Saturday, December 14, 2013
For voters, it seems, you can’t always get what you want.
Only 12% of Likely U.S. Voters favor a federal budget that increases government spending, but that’s just what the bipartisan budget deal passed by the House late this week does. It restores billions cut by the sequester on March 30 and puts off potential savings for several years.
Fifty-six percent (56%) want a long-term budget deal that cuts spending instead, but then only 29% expected Congress to reach such a deal to avoid another government shutdown.
No wonder just seven percent (7%) think Congress is doing a good or excellent job. A plurality (47%) now believes their representative in Congress is not the best person for the job, and 43% don’t think he or she deserves reelection. Both are highs for the year.
Sixty-one percent (61%) of voters expect spending to go up under President Obama, the highest finding in three years, even though 53% think cuts in government spending are the best way to help the economy.
Just 19% agree with the president and many congressional Democrats that those who are already in this country illegally should be put on the path to citizenship before the borders are fully secured against future illegal immigration. But pressure is growing in Congress for that approach. Most voters already believe that the government’s practices and policies encourage illegal immigration, and 60% believe the feds are not aggressive enough in deporting those who are here illegally.
Negative opinions of the new health care law also continue to grow. Voters feel as strongly as ever that Americans should have choices when it comes to how much health insurance coverage they want and how much they want to pay for it. Belief that the government should require every health insurance plan to cover the exact same set of procedures has fallen to its lowest level ever.
The president, however, may be moving past the nightmare that has marked the rollout of Obamacare since October 1. After several weeks of the lowest job approval ratings of his entire presidency, those ratings improved slightly at week’s end to levels not seen since September.
Positive views of Obama’s economic leadership are also up a bit since hitting their lowest level in a year and a half earlier this month. Still, only 36% of voters give the president good or excellent marks for his handling of economic issues, while 46% rate his performance in this area as poor.
Just 28% think the country is heading in the right direction, but that’s the highest level of confidence since late September.
Republicans still hold a five-point lead over Democrats – 43% to 38% - on the Generic Congressional Ballot.
One year after the elementary school massacre in Newtown, Connecticut, only 31% of Americans think it is even somewhat likely that Congress and the president will create tougher gun control laws. Fifty-nine percent (59%) say stricter gun control is unlikely. This is almost a complete reversal from just after the school shootings when 59% expected tougher gun control laws and 33% disagreed.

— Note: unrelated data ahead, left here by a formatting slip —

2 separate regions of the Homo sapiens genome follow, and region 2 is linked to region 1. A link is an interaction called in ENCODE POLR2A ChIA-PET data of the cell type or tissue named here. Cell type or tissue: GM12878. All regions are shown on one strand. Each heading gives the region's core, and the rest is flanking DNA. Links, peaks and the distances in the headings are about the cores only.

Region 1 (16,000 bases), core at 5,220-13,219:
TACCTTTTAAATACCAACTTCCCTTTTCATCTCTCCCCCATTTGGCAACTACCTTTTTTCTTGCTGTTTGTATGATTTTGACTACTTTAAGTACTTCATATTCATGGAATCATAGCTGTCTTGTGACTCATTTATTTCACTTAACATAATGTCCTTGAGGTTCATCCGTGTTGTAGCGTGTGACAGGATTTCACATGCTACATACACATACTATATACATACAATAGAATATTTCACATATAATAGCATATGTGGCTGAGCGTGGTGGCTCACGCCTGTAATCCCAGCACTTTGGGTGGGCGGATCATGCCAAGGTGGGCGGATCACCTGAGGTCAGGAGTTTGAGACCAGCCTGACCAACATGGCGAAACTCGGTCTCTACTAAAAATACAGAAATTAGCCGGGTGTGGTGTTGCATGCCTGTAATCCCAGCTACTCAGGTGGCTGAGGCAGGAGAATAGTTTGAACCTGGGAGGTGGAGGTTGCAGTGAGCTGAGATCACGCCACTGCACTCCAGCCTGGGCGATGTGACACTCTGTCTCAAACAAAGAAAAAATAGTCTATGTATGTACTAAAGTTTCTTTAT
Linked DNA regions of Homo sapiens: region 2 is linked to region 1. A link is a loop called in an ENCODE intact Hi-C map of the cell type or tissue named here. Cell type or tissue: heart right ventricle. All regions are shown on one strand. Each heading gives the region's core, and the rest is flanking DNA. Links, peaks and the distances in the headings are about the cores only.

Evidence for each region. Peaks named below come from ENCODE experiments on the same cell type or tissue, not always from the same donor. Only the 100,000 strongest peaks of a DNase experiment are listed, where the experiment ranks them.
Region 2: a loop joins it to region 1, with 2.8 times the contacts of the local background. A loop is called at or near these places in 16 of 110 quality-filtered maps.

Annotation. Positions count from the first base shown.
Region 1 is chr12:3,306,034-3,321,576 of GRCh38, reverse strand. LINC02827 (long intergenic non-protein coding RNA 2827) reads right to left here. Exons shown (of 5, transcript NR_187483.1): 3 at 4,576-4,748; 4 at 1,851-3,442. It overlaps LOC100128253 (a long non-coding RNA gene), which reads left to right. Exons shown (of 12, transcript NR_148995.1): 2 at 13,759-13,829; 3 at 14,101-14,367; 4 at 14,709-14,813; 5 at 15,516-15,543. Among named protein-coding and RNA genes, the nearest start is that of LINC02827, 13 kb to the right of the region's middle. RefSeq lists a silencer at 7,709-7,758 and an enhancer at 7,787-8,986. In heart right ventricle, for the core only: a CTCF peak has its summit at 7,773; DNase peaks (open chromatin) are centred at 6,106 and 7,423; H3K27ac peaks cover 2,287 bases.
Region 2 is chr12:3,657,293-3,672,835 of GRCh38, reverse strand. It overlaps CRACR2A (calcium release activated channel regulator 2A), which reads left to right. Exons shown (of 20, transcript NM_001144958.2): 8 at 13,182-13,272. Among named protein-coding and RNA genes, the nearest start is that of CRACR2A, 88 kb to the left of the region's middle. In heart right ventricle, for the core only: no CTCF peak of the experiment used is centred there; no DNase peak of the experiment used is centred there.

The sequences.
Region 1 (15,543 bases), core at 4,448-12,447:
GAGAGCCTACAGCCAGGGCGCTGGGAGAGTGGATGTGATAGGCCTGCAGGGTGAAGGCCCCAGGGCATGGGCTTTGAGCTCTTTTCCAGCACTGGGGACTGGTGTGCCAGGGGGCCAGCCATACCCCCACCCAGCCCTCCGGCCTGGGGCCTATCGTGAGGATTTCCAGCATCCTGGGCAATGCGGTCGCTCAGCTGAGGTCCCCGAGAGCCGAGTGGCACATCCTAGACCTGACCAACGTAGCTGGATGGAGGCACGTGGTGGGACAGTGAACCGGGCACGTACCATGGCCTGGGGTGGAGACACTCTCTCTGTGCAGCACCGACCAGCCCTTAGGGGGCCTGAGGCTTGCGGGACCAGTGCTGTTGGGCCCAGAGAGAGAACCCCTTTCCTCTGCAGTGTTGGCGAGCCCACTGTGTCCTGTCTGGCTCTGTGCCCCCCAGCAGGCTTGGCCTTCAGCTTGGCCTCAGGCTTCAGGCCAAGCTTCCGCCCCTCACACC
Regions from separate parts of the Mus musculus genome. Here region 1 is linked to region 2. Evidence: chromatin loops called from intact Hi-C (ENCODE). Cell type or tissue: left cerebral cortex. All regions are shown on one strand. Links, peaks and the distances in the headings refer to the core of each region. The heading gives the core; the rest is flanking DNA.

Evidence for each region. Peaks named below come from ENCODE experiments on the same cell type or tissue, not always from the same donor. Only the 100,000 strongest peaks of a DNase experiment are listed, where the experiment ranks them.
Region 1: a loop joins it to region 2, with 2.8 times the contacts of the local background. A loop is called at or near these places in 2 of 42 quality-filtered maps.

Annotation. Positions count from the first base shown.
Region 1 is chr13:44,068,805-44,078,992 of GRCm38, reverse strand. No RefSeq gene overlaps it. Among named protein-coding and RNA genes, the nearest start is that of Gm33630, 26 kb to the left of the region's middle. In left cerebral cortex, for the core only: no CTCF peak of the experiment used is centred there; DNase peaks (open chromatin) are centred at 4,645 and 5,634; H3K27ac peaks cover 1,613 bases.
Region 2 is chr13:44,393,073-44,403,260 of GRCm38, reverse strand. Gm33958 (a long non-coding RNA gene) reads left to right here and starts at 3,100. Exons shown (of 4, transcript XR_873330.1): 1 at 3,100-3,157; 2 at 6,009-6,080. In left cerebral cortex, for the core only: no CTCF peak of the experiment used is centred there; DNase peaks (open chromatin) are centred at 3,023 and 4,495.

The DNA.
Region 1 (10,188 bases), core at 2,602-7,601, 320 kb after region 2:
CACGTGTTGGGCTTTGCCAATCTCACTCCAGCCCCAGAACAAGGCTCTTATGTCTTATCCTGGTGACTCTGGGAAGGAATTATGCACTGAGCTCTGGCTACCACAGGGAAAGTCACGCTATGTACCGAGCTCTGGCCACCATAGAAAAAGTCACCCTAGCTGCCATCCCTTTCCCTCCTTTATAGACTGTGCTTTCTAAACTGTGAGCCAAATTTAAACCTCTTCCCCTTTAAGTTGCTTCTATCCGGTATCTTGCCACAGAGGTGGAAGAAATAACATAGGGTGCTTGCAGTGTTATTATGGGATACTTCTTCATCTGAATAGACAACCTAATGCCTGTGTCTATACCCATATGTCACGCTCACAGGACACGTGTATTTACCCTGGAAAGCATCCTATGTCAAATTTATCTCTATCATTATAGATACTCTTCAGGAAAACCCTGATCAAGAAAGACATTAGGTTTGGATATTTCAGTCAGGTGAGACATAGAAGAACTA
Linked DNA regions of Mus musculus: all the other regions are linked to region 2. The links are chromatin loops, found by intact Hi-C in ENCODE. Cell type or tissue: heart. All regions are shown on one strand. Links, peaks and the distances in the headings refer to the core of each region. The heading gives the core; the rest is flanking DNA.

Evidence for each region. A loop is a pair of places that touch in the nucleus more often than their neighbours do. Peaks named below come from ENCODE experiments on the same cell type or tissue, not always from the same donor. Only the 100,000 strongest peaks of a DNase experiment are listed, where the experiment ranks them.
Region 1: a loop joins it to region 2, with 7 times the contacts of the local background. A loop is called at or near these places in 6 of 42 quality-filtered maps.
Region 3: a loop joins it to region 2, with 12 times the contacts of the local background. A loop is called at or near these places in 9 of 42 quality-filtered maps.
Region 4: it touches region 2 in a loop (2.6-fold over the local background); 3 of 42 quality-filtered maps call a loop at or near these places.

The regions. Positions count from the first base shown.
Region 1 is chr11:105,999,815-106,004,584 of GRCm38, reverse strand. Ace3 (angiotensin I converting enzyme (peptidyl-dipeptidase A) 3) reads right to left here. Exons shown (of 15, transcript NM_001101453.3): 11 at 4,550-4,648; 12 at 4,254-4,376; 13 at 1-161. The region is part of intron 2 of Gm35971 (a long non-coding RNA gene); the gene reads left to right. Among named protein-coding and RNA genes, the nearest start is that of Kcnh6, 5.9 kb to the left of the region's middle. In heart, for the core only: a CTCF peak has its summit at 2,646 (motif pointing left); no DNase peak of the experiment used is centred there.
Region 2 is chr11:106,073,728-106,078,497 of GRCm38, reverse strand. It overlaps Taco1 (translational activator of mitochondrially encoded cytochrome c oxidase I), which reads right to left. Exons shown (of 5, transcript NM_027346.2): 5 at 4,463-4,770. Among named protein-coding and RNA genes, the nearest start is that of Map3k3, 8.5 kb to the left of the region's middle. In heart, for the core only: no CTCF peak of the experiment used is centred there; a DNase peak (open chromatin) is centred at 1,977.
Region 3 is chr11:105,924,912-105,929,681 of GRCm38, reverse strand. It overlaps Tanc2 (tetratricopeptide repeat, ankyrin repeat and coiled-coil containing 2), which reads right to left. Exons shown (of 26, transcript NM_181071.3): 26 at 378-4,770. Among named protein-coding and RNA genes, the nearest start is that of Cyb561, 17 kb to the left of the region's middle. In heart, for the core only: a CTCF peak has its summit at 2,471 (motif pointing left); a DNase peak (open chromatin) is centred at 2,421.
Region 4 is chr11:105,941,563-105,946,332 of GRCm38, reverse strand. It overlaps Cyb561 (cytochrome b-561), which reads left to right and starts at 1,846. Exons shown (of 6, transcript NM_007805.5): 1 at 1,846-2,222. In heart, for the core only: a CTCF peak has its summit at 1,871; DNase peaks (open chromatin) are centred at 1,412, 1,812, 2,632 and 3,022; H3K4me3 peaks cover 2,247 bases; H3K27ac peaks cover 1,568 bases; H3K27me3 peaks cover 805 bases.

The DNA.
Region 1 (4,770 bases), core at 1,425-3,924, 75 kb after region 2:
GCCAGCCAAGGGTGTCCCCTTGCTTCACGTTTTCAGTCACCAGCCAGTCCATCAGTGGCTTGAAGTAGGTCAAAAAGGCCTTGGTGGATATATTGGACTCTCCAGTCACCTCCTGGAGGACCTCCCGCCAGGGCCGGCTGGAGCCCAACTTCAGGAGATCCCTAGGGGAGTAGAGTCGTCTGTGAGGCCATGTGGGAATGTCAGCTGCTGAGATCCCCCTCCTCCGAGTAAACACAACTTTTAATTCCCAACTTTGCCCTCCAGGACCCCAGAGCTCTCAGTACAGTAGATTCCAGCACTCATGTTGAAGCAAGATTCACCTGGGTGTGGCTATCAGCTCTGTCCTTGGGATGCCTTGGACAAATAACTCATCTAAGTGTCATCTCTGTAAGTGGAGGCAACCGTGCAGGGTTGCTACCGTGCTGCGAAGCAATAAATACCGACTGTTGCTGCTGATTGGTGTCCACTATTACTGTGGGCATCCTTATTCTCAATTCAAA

While mental health issues and gun control have gotten much of the attention over the past year, there is also support for limiting access to violent video games and movies like those many recent mass killers have been watching.
Many voters are wondering if the president’s handshake with Cuban leader Raul Castro at this week's memorial service for Nelson Mandela signals a thaw in the relations between the two countries, but only 17% believe America’s relationship with Cuba will be better a year from now.
Many Americans are out shopping now with Christmas less than two weeks away, but consumer confidence at week’s end remained near its lowest levels of the year.
Only 31% of Employed Americans now work 40 hours a week. Forty percent (40%) work more. Nearly one-out-of-four (23%) say they work more hours during the holiday season to earn extra money.
Fifty-seven percent (57%) are in favor of raising the minimum wage from its current level of $7.25, but Americans are evenly divided over whether this will be good or bad for the economy.
In other surveys last week:
-- Sixty-seven percent (67%) of Americans think Christmas should be more about Jesus Christ than about Santa Claus.
-- Despite school policies to the contrary nationwide, 75% think Christmas should be celebrated in the public schools.
-- Seventy-six percent (76%) are at least somewhat likely to make a charitable donation of some kind this year, including 57% who are Very Likely. This is the highest level of charitable giving measured in surveys since 2009.
-- Time magazine this week named Pope Francis the person of the year. Sixty-one percent (61%) of Americans view the new pope favorably, and 56% think he has had a positive impact when it comes to the public’s impression of the Catholic Church.
-- Arne Duncan is the president’s point man for the controversial Common Core national education standards being imposed on schools all over the country, but he remains largely unknown to voters after nearly five years of serving as the U.S. Secretary of Education.
-- Americans remain very positive about the water they drink and the air they breathe, but 41% believe the overall environment in this country is getting worse.
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